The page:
My First Trip to NAB

I’m taking the time to write about my first trip to NAB Show – (The National Association of Broadcasters Show) not as a self-indulgent rant about a trip to Las Vegas, but rather an educational journey that I realized that is of value to not only broadcasters, but every business with a PR and marketing strategy. NAB Show  has evolved to become a resource for high-level insight, training, education and state-of-the-art technology powering the future of content creation, management, commerce and delivery. One of the reasons that I did not attend NAB in recent years is because I thought the show was mostly a showcase for new video and audio equipment. While there are over 1500 exhibitors on hand, I learned that this year, I couldn’t afford NOT to attend the conferences. A former NBC colleague of mine, Anna Davalos MacDonald, now Executive Producer, Clean Skies News, informed me about the Broader-casting conference. NAB defines “Broader-casting” as: “The creation, management, buying/selling, distribution and delivery of audio, video and filmed content for global consumption on any device — stationary or mobile — including television, computer, movie screen, radio, phone, gaming console, storage, digital display and beyond.” Since we are now living in the day and age when EVERY business is empowered to broadcast their own story,  understanding the scope and power of “Broader-casting” is essential to developing a strategy for all of our clients in the business and broadcasting world.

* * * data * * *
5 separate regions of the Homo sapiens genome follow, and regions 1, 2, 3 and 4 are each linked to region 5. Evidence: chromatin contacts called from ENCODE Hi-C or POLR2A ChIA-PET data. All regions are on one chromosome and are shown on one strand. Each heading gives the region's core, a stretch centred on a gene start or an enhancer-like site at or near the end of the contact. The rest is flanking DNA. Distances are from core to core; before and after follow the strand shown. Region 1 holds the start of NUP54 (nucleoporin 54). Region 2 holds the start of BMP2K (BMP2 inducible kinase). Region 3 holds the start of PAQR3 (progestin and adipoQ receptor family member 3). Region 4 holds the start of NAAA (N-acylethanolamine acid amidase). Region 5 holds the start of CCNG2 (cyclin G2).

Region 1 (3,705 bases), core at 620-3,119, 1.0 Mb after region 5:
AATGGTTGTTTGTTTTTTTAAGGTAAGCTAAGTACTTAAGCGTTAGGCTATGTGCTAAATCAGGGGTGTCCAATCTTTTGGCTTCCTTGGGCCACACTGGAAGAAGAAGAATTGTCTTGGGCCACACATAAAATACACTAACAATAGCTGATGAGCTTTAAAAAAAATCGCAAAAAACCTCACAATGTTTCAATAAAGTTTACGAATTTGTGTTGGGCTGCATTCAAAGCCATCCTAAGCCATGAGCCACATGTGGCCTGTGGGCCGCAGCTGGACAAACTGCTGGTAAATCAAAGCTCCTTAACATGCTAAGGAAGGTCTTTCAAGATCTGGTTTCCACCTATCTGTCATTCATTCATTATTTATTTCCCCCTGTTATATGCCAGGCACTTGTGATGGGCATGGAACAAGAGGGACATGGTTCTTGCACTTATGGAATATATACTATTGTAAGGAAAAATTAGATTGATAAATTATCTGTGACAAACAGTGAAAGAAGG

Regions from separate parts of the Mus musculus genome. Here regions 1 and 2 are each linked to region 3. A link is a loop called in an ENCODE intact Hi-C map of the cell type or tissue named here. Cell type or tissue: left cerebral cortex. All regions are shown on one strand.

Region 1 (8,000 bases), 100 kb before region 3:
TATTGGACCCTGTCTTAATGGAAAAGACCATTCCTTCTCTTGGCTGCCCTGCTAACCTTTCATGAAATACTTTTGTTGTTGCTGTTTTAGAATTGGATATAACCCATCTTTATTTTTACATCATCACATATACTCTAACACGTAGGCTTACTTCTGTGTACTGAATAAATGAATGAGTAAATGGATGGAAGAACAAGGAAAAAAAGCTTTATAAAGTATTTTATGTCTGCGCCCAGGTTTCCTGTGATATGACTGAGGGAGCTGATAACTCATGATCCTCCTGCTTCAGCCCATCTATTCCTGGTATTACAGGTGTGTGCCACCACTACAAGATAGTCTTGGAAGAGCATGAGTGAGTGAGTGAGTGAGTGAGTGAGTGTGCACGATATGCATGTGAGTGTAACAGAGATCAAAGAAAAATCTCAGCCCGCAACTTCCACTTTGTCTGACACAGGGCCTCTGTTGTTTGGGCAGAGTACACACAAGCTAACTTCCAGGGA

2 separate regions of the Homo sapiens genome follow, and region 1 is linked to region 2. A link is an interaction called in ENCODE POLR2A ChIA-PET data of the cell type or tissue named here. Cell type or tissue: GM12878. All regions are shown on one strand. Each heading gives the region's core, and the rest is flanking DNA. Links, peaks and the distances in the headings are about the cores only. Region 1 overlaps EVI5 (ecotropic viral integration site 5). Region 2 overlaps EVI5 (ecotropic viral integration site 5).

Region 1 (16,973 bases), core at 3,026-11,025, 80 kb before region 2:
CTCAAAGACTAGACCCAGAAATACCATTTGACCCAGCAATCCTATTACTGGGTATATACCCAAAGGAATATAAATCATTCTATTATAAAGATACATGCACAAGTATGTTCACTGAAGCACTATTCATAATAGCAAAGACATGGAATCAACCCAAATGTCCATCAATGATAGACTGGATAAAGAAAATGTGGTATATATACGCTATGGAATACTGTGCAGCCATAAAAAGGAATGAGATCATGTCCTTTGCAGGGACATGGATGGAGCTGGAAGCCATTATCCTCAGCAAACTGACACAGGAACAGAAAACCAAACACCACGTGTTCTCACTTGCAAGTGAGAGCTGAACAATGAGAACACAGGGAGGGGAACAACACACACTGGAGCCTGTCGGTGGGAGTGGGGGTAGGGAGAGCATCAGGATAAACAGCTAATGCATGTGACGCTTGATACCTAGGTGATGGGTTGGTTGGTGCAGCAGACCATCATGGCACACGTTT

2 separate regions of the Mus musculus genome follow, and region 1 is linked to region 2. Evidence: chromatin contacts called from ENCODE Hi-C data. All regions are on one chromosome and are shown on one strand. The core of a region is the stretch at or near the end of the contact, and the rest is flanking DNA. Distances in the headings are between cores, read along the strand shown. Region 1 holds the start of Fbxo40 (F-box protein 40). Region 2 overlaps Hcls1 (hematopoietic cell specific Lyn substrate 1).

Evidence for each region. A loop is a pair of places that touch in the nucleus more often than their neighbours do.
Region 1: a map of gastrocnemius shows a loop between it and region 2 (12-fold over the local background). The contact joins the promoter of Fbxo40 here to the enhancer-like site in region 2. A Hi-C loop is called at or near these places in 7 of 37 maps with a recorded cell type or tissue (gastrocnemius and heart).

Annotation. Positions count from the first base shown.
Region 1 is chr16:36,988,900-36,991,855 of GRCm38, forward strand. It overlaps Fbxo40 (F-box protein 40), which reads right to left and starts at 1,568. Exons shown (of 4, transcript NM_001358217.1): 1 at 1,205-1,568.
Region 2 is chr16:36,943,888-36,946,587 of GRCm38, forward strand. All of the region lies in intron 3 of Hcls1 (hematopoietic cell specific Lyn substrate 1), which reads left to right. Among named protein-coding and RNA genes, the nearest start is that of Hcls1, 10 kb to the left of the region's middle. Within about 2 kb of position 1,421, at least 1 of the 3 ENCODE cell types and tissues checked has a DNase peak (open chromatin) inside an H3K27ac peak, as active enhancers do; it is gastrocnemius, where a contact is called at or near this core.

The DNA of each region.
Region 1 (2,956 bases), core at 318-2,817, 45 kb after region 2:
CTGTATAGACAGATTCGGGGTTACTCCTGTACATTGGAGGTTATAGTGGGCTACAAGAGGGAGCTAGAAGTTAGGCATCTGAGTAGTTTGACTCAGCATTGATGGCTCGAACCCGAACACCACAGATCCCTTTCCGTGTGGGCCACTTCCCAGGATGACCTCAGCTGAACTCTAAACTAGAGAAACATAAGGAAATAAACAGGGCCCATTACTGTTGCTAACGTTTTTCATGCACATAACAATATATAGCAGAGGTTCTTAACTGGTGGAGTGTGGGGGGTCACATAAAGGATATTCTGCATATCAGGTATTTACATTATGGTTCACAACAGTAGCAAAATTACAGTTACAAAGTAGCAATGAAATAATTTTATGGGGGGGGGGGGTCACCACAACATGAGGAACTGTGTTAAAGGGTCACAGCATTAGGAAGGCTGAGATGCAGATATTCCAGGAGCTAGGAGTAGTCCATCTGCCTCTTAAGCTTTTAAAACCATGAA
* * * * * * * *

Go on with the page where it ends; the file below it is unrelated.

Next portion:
I will devote a series of blog posts to what I learned at NAB, and how it can be of value to broadcasters and any business. While working for NBC and The George Michael Sports Machine, I had the privilege of covering 23 Super Bowls. My four days at NAB felt like a Super Bowl. There were over 82,000 attendees overall, with a large portion of that number scattered through exhibits and conferences throughout the Las Vegas Convention Center and Hilton Hotel. The biggest “eye-candy” was 3D Television. Our company, MATTMAR PRODUCTIONS, prides itself on the “MATTMAR ADVANTAGE” – We’re a small firm experienced in delivering content with global impact without the burden of excessive overhead and antiquated technology. We have many questions about 3D. How expensive is it? Is it cost prohibitive? Is it a gimmick? Will it explode or land in a nitche market? How long will it take for the prices to come down for 3D televisions? Who can afford the workflow? Are there practical uses for businesses? We had the benefit of being invited to a show of the new Panasonic technology including 3D Television. We sat in a small theatre, put on 3D glasses, and watched a sampling of 3D sports and entertainment. For home entertainment, it was awesome! From confetti flying out of the screen, to ice coming off the skates of hockey players, it truly was a world of wonder to watch. BUT, the average price of a 3D television is about $2800, the 3D Blu-ray players $400, and 3D glasses $150. Obviously, 3D is not in the stage of affordability, and only time will tell when the cost will come down favorably for mass consumption. What about applications for business? For those with deep pockets, a corporate presentation in a small theatre-like setting can be powerful. Our joint venture, AUTHENTIC FILMS, produces reality/documentary series programming for major college sports, and I imagined how wonderful it would be for universities to present our show in 3D in a theatre setting for donors. Panasonic is already making a 3D camcorder for $21,000, making that part of the work flow affordable for smaller production companies. While ESPN plans to roll out a 3D Network this year, most studies show that 3D TV won’t become a big player until later in this decade. At MATTMAR PRODUCTIONS, we will stay tuned to innovative applications of 3D TV for broadcast and business.

Thanks for reading this post, I will follow up with a report on “Harnessing the Power of Social Media.”

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